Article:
The binder of the opacity-altering layer may for example be selected, in non-restrictive manner, from the following:
starches and optionally modified starches;
cellulose derivatives, in particular a carboxymethyl cellulose;
latex, especially synthetic latex, containing
styrene-butadiene copolymers, which are optionally carboxylated, and
epoxy resins; and
phenol-melamine resins and their mixtures.
The pigment fillers used to make the opacity-altering layer may for example be selected from the following:
calcium sulfoaluminates (satin white);
barium sulfates (baryta white);
silicates other than talcs and kaolins.
These fillers are fine powders (mean grain size less than 10 μm as a rule). However, plastic pigments also may be used (powders of acrylonitrile-vinylidene or polystyrene copolymers, for example).
The dyed pigments (or the pigment dyes) may for example be selected from the following in non-restrictive manner:
iron oxides (for instance, red, black);
phthalocyanins (blue, green);
anthraquinones (for instance violet);
chromates of lead, of calcium, of barium, of strontium;
monoazoic compounds, naphthamide derivatives, naphthaorthotoluidine derivatives, acetoacetyl derivatives; and
disazoic compounds, benzidine derivatives.
Other suitable dyes are those soluble in an aqueous medium and as a rule are divided into three categories:
the basic dyes: as a rule these are hydrochloric salts of basic dyestuffs (for instance fuchsin, malachite green); these dyes frequently assume azoic or triphenyl methane configurations;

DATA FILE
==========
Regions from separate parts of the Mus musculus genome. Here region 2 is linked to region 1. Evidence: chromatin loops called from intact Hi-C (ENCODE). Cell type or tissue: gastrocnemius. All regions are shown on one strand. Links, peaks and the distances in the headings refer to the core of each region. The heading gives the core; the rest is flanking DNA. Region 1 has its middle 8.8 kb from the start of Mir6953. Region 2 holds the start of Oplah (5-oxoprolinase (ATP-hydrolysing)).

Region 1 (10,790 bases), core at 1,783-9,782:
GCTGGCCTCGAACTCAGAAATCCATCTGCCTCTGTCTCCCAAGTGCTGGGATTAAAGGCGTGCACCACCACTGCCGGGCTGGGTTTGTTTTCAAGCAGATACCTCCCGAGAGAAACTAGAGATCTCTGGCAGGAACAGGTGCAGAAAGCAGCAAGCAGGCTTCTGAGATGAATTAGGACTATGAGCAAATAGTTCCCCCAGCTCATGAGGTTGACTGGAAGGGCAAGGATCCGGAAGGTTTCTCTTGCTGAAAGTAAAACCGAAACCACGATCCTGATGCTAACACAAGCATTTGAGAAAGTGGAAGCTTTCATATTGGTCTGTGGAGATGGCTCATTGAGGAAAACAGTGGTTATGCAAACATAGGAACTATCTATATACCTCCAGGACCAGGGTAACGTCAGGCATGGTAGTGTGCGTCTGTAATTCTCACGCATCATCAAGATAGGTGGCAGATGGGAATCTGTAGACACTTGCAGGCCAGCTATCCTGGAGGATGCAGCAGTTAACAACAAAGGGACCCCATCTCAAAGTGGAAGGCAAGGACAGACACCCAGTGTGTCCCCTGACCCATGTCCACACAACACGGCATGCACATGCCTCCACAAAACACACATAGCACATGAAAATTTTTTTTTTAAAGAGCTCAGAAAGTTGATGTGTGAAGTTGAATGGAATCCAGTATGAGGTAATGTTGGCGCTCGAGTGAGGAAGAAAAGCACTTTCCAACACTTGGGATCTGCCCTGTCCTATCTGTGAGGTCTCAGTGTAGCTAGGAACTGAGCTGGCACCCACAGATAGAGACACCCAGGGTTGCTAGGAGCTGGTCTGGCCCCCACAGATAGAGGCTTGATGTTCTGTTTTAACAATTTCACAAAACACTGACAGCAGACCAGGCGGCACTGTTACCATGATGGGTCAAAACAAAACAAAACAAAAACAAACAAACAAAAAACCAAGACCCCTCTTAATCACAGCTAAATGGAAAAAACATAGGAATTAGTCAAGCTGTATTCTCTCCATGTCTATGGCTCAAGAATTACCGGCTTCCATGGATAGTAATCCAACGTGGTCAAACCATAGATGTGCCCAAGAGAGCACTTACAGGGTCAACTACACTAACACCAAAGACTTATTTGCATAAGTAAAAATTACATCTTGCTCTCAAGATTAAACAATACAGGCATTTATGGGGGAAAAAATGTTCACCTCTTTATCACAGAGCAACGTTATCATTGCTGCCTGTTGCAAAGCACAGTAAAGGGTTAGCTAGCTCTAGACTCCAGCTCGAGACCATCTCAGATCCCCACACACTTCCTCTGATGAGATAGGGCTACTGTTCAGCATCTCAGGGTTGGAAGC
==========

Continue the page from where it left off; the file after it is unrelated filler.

the acid dyes: as a rule these are alkaline salts, in particular of sodium or potassium, of combinations of diazoic compounds and sulfonic acid; and
the direct dyes, also called substantive dyes, which are related to the acid dyes; these are foremost sodium salts of azoic combinations with carboxylic or sulfonic groups.
These diverse dyes and/or pigments may be in combination. It may be necessary to take into account the pH of the ultimately deposited printable layer when selecting these dyes or pigments which may be unstable under some conditions.
A priori, any fluorescent agent is suitable, however such an agent must be tested because some are fluorescent only under given conditions. It is perhaps also important that these agents be fast under visible or invisible light depending on the use of the final product. In particular phosphorescent agents are not excluded.
The fluorescent agents may for example be selected from the following group, but are not limited thereto:
the fluorescent-bleaching agents conventionally used in paper to increase its whiteness; such may be derivatives of diaminostilbene-disulfonic acid, in particular derivatives of 4,4'diaminostilbene-2,2'sulfonic-acid, or of nitrogenous heterocycle derivatives,
rare-earth chelates (for instance europium-doped yttrium oxysulfide) or other doped products (doped alkaline-metal fluorides, doped ferrites), zinc sulfides, or (copper activated) cadmium and zinc sulfides,
disulfonated B-naphthol derivatives,
fluorescein, eosin, and optionally mixtures thereof.
Metal, magnetic pigments of infra-red luminescent products may also be used.
Zinc-sulfide based pigments emitting at various lengths are described in the patent applications EP A 34,059; EP A 78,538 and EP A 91,184 filed by KASEI OPTONIX.
A preferred process for manufacturing the sheet of the invention consists in imprinting at least once, preferably by photo-etching, at least one face of the base plastic substrate by means of at least one opacity-altering composition and then in coating one, or the other, or both faces with the imprintable pigmented layer with a coating means which is conventional in printing or papermaking.
Other methods for depositing the opacity-altering composition borrowed for instance from the printing or graphic arts may be suitable also; however, photo-etching provides the most uniform and regular deposition.
To make a watermark having several shades, the opacity-altering composition is deposited once or several times at selected sites over the first deposition. The same composition or another may be used.